Mexico’s real Covid-19 death toll is almost triple the federal government’s official total, according to a new analysis by a United States health research center.
The Institute for Health Metrics and Evaluation (IHME) at the University of Washington School of Medicine published an analysis on Thursday that shows that 617,127 people have died from Covid in Mexico.
The figure is 183% higher than Mexico’s official death toll, which rose to 218,007 on Wednesday.
The federal Health Ministry acknowledged in March that Mexico’s true death toll is significantly higher but its estimate of about 320,000 fatalities is dwarfed by that of the IHME.
The research center noted that many Covid-19 deaths go unreported because countries only report deaths that occur in hospitals or among patients with a confirmed infection.
Large numbers of Mexicans have died at home without being tested for Covid-19, and Mexico’s testing rate remains very low at about 51,000 tests per million people, according to German statistics portal Statista.
The IHME also said that weak health reporting systems and low access to health care magnifies the challenge of accurately counting all Covid-19 deaths.
According to its analysis, which was based on excess death rates in countries around the world, Mexico has recorded the third highest number of Covid-19 deaths after the United States and India. The IHME estimates that the United States has actually had more than 905,000 Covid-19 fatalities, about 56% higher than its official death toll, and that more than 654,000 people have succumbed to the disease in India, an increase of about 184%.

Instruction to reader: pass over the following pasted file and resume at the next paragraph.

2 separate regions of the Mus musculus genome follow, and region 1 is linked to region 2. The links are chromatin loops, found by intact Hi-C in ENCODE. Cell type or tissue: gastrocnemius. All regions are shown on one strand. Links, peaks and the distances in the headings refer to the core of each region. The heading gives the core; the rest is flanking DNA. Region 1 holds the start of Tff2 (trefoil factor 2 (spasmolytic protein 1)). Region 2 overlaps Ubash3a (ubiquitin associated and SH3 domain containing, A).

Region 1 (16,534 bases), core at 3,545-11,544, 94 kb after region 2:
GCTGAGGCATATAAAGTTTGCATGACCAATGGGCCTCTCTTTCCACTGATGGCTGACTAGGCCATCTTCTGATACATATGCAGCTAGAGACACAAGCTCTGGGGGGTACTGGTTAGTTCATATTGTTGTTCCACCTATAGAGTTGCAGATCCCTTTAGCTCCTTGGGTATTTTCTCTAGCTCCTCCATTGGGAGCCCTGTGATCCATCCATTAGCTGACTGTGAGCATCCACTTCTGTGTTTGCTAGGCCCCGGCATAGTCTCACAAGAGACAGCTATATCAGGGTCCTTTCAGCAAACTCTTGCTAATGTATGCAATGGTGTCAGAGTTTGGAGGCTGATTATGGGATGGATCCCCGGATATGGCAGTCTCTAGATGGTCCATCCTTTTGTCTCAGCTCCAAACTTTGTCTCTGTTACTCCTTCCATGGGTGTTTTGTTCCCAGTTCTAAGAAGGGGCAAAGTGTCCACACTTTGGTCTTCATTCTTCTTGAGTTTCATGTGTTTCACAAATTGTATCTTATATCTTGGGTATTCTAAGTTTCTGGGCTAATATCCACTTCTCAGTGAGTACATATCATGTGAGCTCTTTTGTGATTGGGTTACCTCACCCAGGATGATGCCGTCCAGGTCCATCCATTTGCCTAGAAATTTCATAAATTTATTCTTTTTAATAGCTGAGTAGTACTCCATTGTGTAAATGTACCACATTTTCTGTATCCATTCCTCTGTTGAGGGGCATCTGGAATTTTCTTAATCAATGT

Globally, Covid-19 has caused approximately 6.9 million deaths, the IHME said, a figure more than double what official numbers show. According to data compiled by Johns Hopkins University, the global death toll is currently about 3.25 million and Mexico ranks fourth for fatalities behind the United States, Brazil and India.
“As terrible as the Covid-19 pandemic appears, this analysis shows that the actual toll is significantly worse,” said Dr. Chris Murray, IHME’s director.
“Understanding the true number of Covid-19 deaths not only helps us appreciate the magnitude of this global crisis, but also provides valuable information to policymakers developing response and recovery plans,” he said.
“Many countries have devoted exceptional effort to measuring the pandemic’s toll, but our analysis shows how difficult it is to accurately track a new and rapidly spreading infectious disease. We hope that today’s report will encourage governments to identify and address gaps in their Covid-19 mortality reporting, so that they can more accurately direct pandemic resources.”
Mexico News Daily